Should we deny convicts proper medical care? Many feel that criminals deserve to suffer for their crimes, regardless of their medical situation. Others may feel that medical treatment for prisoners is the humane thing to do.
Over the years, I've treated a few prisoners within the hospital setting, not for cancer, but for other medical issues, and I have to say, they were the most grateful group of patients I've ever treated. For them, being in the hospital was like spending a weekend in a luxury hotel. They were appreciative of the care, comfort, and compassion.
I could allow myself to deliver good care probably because I was not aware of their convictions. If I had known, especially something heinous in nature, I would have delivered the same quality care but maybe with less compassion. It's difficult to say. I wonder if this is the case for many healthcare professionals who reside in correctional facilities.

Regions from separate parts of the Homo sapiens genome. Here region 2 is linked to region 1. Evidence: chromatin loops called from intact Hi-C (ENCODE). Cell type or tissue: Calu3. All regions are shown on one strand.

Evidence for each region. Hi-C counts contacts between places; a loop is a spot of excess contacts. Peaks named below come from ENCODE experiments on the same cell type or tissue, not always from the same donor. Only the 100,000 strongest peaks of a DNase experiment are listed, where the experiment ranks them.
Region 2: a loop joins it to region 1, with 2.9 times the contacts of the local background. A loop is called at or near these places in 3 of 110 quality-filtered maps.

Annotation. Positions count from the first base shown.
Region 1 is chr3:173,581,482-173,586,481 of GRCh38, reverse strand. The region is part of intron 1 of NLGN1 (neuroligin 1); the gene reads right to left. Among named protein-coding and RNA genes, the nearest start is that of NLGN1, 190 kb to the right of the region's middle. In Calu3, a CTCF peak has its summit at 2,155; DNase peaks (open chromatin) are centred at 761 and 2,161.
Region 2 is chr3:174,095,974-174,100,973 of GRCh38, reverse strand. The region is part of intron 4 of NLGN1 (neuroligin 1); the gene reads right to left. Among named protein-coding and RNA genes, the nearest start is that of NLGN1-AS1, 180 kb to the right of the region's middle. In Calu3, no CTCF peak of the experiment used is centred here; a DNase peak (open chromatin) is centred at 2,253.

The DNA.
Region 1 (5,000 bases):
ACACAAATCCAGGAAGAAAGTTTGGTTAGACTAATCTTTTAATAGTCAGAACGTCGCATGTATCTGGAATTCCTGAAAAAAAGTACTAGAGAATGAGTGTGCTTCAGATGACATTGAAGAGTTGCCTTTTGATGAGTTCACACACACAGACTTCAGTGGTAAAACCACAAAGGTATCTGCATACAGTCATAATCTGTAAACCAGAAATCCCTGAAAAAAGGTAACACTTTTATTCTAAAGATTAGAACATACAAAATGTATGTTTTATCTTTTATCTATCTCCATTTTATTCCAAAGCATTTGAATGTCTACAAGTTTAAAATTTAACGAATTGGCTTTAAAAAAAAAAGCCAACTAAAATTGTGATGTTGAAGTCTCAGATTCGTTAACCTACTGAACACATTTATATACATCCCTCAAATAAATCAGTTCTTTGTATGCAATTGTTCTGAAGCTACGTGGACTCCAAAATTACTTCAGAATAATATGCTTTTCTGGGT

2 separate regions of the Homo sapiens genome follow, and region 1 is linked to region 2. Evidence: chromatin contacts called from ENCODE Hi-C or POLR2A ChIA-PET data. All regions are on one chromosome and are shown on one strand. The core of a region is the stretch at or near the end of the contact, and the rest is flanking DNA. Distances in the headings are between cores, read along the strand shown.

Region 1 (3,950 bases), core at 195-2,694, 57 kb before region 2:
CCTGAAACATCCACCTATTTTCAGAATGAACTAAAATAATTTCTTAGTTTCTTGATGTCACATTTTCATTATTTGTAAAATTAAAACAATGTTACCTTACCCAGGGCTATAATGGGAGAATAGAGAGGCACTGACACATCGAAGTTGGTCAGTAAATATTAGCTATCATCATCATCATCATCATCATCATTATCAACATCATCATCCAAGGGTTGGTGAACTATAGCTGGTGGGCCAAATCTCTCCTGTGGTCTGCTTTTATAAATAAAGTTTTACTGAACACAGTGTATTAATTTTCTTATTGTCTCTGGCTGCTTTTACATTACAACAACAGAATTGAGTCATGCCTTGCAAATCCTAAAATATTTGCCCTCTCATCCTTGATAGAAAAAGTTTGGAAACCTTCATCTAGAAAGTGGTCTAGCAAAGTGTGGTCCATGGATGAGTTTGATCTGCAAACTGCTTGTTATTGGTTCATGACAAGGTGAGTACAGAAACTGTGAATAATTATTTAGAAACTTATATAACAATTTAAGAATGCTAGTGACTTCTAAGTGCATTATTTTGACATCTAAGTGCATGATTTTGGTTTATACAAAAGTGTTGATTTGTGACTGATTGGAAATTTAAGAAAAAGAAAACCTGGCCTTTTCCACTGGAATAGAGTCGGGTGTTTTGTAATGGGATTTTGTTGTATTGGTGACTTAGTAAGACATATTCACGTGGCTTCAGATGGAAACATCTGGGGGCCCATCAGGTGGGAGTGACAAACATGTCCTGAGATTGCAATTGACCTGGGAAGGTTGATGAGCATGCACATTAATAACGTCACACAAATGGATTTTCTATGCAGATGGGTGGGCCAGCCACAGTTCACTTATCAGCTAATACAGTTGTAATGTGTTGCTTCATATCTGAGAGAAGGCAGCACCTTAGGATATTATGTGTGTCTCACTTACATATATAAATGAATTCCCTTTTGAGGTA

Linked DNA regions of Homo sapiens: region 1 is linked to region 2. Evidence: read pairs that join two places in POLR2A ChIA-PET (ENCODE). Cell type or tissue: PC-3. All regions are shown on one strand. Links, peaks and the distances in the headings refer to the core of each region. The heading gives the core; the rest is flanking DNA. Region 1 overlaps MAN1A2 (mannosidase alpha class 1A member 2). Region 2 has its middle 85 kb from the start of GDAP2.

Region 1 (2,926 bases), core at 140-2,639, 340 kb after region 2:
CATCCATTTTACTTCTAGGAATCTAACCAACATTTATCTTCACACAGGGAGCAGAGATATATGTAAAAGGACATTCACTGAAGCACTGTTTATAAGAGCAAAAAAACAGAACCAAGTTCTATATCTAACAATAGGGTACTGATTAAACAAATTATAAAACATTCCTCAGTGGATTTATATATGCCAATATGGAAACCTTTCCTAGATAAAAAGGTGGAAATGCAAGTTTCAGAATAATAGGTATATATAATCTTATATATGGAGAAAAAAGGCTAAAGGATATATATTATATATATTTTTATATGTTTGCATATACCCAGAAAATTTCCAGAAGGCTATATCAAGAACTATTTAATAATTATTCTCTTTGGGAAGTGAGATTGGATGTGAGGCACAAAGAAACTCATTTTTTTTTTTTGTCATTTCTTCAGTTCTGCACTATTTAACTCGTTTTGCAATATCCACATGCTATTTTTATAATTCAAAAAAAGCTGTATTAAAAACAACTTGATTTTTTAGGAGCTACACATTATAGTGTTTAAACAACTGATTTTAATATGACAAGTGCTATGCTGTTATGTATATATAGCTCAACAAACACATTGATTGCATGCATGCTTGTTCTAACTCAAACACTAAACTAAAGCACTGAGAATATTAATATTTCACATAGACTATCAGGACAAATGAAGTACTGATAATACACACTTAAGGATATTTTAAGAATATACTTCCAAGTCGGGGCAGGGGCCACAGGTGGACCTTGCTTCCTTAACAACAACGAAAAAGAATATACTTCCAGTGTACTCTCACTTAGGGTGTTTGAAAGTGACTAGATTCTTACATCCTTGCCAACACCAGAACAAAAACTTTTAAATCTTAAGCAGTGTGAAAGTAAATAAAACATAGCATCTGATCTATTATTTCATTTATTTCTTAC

We stress cancer prevention and screening among ourselves, but are prisoners receiving the same care? The Federal Bureau of Prisons includes cancer screening guidelines, but some correctional facilities may not be providing this service in a timely manner, and as many of us know, timing is everything when it comes to cancer diagnosis.
According to Victoria Law, author of "Breast Cancer Behind Bars: How a Prison Sentence Can Become a Death Sentence," women may not be receiving the necessary cancer screening and care for a diagnosis such as breast cancer. Delayed screening and chemotherapy administration, along with poor management of side effects, may be the reality for many inmates with cancer, men included.
With a delay in screening and treatment, incarcerated patients may be faced with another challenge -- being diagnosed with advanced or metastatic disease requiring extensive treatment or possibly even hospice care. Not only does this leave the inmate with a poor outcome, it may be more costly for the state as well.
How do you feel about inmates receiving proper cancer screening and quality cancer care? Are we doing too little or too much?